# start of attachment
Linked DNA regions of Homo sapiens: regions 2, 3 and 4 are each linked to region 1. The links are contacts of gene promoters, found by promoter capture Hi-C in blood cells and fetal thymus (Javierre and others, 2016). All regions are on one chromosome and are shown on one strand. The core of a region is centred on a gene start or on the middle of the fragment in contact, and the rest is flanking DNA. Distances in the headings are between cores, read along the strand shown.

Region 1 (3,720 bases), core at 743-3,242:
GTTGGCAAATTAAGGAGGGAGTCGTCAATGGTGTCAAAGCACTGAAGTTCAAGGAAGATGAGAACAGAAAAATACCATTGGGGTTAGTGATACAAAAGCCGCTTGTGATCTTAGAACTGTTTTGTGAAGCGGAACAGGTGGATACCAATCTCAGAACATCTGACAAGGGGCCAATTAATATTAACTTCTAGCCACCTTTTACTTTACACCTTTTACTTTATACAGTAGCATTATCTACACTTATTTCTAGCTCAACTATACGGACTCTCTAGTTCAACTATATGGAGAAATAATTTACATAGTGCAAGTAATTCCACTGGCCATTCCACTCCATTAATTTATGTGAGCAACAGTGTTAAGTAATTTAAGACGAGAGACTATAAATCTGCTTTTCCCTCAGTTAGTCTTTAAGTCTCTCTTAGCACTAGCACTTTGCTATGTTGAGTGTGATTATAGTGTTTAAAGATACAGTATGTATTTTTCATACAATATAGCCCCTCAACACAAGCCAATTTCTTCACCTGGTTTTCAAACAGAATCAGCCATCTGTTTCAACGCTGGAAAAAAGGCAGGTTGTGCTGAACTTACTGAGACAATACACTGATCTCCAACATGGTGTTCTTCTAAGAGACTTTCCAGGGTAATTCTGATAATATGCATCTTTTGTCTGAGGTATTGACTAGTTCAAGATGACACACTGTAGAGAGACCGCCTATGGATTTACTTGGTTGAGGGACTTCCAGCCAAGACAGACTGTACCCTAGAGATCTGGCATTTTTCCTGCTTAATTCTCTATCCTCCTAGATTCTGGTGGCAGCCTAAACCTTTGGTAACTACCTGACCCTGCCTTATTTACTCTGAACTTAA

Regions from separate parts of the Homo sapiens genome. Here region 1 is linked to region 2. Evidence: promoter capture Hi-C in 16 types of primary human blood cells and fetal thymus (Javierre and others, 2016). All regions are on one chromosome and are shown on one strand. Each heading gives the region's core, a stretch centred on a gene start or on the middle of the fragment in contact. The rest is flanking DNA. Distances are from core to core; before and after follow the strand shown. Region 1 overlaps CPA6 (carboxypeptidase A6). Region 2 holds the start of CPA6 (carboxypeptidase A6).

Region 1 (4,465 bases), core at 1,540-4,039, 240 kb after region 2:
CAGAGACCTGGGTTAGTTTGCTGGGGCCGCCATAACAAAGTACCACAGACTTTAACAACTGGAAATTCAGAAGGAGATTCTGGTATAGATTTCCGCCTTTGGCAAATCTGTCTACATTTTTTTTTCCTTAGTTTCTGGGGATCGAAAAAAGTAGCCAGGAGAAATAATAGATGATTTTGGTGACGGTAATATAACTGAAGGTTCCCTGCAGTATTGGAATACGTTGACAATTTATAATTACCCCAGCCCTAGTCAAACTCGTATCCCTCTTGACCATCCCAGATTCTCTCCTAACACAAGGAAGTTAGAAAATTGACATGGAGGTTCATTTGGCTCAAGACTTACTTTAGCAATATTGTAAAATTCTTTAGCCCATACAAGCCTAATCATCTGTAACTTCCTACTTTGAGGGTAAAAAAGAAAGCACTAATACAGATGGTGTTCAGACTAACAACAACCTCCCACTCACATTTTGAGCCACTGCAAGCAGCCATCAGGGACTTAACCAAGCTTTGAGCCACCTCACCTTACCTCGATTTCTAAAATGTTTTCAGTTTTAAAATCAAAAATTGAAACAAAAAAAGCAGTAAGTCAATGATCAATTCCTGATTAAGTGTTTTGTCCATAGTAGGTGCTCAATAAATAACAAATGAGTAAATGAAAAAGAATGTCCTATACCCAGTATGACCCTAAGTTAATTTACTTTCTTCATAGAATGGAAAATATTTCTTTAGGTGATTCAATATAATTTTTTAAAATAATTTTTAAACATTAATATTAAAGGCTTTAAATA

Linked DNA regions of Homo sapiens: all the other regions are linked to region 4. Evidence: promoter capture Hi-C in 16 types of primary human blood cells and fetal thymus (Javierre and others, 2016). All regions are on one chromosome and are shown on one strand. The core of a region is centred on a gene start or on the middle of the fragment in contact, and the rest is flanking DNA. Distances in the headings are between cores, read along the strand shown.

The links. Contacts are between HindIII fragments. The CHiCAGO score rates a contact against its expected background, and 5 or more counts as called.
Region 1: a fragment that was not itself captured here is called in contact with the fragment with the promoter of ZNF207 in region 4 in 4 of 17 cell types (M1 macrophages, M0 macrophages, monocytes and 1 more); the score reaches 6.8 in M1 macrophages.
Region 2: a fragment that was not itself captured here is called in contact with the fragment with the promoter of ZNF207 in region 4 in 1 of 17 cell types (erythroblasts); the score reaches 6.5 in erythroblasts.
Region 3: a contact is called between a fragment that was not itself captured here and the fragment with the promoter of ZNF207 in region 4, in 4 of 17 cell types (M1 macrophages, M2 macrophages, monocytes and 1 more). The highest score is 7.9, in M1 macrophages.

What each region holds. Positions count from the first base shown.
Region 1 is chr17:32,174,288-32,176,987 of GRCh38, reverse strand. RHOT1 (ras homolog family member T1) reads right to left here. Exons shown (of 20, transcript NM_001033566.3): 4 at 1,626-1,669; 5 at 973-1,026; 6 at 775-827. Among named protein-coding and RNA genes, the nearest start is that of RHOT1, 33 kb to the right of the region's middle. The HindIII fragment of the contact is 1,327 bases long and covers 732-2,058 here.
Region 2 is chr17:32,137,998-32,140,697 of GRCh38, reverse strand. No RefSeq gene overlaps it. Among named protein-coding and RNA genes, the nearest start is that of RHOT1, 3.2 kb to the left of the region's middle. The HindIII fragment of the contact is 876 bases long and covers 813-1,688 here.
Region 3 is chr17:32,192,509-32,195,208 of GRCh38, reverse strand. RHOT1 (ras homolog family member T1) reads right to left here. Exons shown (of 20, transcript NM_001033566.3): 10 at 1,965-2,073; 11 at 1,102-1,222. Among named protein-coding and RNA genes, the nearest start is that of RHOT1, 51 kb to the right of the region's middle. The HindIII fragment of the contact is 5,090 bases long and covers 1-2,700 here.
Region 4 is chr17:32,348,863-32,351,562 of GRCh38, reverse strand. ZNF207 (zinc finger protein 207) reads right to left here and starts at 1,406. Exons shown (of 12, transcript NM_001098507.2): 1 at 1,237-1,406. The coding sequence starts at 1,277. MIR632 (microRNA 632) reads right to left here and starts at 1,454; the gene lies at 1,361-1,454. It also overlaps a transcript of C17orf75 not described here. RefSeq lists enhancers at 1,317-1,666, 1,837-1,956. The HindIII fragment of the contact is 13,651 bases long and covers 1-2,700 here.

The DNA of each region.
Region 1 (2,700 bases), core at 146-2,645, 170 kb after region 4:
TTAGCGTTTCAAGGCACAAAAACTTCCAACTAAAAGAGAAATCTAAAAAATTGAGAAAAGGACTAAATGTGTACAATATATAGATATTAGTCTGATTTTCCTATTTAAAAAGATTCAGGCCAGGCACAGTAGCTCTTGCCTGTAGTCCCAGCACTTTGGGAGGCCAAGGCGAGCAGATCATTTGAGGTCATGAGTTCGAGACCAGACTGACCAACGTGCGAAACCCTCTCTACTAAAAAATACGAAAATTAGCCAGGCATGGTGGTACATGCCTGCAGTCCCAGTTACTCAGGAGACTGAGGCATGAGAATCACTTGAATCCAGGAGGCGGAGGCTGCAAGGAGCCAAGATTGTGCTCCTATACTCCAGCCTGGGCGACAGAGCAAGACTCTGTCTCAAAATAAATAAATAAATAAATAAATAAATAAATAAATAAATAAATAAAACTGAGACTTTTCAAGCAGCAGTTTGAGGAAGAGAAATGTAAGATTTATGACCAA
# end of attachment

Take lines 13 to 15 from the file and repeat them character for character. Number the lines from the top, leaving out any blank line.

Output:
Region 1 is chr17:32,174,288-32,176,987 of GRCh38, reverse strand. RHOT1 (ras homolog family member T1) reads right to left here. Exons shown (of 20, transcript NM_001033566.3): 4 at 1,626-1,669; 5 at 973-1,026; 6 at 775-827. Among named protein-coding and RNA genes, the nearest start is that of RHOT1, 33 kb to the right of the region's middle. The HindIII fragment of the contact is 1,327 bases long and covers 732-2,058 here.
Region 2 is chr17:32,137,998-32,140,697 of GRCh38, reverse strand. No RefSeq gene overlaps it. Among named protein-coding and RNA genes, the nearest start is that of RHOT1, 3.2 kb to the left of the region's middle. The HindIII fragment of the contact is 876 bases long and covers 813-1,688 here.
Region 3 is chr17:32,192,509-32,195,208 of GRCh38, reverse strand. RHOT1 (ras homolog family member T1) reads right to left here. Exons shown (of 20, transcript NM_001033566.3): 10 at 1,965-2,073; 11 at 1,102-1,222. Among named protein-coding and RNA genes, the nearest start is that of RHOT1, 51 kb to the right of the region's middle. The HindIII fragment of the contact is 5,090 bases long and covers 1-2,700 here.